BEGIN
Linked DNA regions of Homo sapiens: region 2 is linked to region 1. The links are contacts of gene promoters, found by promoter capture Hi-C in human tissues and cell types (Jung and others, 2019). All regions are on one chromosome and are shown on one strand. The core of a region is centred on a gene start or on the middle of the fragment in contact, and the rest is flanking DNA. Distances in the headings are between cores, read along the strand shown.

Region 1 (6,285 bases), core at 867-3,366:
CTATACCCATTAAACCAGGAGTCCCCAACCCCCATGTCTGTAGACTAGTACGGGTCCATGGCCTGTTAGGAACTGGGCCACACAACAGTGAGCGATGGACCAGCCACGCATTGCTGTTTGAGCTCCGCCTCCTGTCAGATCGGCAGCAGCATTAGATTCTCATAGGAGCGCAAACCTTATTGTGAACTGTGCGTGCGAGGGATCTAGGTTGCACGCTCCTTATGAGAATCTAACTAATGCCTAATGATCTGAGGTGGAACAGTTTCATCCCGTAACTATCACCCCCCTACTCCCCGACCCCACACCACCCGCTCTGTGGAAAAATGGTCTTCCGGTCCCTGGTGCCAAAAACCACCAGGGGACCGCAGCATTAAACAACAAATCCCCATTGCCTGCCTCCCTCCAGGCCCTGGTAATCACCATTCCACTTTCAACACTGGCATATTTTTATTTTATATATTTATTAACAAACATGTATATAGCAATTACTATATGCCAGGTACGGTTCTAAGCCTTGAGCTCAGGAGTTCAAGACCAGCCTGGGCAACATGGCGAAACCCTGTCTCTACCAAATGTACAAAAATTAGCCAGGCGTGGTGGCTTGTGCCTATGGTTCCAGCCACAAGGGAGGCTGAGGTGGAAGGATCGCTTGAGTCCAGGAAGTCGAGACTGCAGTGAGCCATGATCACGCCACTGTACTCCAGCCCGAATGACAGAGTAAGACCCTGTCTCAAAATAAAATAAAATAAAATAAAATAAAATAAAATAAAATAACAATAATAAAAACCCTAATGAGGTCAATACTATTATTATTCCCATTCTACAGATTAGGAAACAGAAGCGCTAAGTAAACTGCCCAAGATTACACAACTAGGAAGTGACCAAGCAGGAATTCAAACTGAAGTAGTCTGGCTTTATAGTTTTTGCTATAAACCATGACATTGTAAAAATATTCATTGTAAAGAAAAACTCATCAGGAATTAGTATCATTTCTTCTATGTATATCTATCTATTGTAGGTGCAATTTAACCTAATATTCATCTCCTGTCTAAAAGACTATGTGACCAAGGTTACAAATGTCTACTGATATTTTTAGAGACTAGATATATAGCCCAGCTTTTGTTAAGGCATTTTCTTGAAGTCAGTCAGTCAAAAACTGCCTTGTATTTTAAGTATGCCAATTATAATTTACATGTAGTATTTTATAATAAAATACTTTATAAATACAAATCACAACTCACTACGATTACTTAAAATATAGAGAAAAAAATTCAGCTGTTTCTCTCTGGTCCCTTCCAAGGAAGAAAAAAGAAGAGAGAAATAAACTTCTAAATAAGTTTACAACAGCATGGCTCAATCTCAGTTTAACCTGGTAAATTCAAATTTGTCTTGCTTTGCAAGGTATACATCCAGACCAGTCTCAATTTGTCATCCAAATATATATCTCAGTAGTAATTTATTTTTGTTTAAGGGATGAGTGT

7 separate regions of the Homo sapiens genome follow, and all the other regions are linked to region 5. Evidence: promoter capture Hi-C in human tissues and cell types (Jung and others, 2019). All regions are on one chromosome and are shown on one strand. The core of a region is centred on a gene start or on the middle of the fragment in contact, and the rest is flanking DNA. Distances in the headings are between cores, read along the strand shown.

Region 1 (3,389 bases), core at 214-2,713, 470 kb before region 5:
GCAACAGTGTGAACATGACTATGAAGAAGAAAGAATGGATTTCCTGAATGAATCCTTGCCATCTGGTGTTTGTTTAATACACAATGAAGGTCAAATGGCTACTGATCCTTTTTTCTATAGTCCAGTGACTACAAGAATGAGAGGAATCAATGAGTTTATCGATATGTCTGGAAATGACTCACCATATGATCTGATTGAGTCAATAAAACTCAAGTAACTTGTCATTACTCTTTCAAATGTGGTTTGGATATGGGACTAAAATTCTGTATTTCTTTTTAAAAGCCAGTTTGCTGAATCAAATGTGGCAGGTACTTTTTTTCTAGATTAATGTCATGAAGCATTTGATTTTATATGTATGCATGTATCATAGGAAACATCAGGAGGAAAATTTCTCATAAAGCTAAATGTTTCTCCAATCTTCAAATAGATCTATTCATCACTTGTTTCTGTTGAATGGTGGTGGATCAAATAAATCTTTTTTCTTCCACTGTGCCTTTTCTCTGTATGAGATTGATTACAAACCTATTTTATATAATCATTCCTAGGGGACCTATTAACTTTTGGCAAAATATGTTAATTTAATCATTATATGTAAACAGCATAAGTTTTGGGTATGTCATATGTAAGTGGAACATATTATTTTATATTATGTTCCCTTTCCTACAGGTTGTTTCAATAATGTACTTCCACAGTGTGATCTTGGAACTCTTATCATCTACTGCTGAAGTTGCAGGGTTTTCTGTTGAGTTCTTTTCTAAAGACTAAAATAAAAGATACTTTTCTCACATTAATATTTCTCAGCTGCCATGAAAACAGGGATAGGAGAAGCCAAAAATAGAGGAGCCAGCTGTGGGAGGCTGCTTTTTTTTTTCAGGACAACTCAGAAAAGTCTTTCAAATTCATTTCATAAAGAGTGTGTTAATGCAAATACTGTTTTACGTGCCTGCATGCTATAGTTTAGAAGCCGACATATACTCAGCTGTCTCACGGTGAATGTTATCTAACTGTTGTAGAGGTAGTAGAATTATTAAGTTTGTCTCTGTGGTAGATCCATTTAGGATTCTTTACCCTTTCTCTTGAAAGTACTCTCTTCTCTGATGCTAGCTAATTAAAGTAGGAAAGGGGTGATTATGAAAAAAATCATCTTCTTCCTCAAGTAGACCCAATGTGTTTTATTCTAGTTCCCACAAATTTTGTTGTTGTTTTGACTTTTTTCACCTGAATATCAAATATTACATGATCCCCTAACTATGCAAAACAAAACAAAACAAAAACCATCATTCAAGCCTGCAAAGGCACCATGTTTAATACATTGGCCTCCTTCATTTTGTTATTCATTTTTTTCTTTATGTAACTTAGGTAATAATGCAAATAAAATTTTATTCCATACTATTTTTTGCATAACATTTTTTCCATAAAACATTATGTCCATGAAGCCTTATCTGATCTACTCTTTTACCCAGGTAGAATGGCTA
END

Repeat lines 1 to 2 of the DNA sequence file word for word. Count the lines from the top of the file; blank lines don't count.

Linked DNA regions of Homo sapiens: region 2 is linked to region 1. The links are contacts of gene promoters, found by promoter capture Hi-C in human tissues and cell types (Jung and others, 2019). All regions are on one chromosome and are shown on one strand. The core of a region is centred on a gene start or on the middle of the fragment in contact, and the rest is flanking DNA. Distances in the headings are between cores, read along the strand shown.

Region 1 (6,285 bases), core at 867-3,366: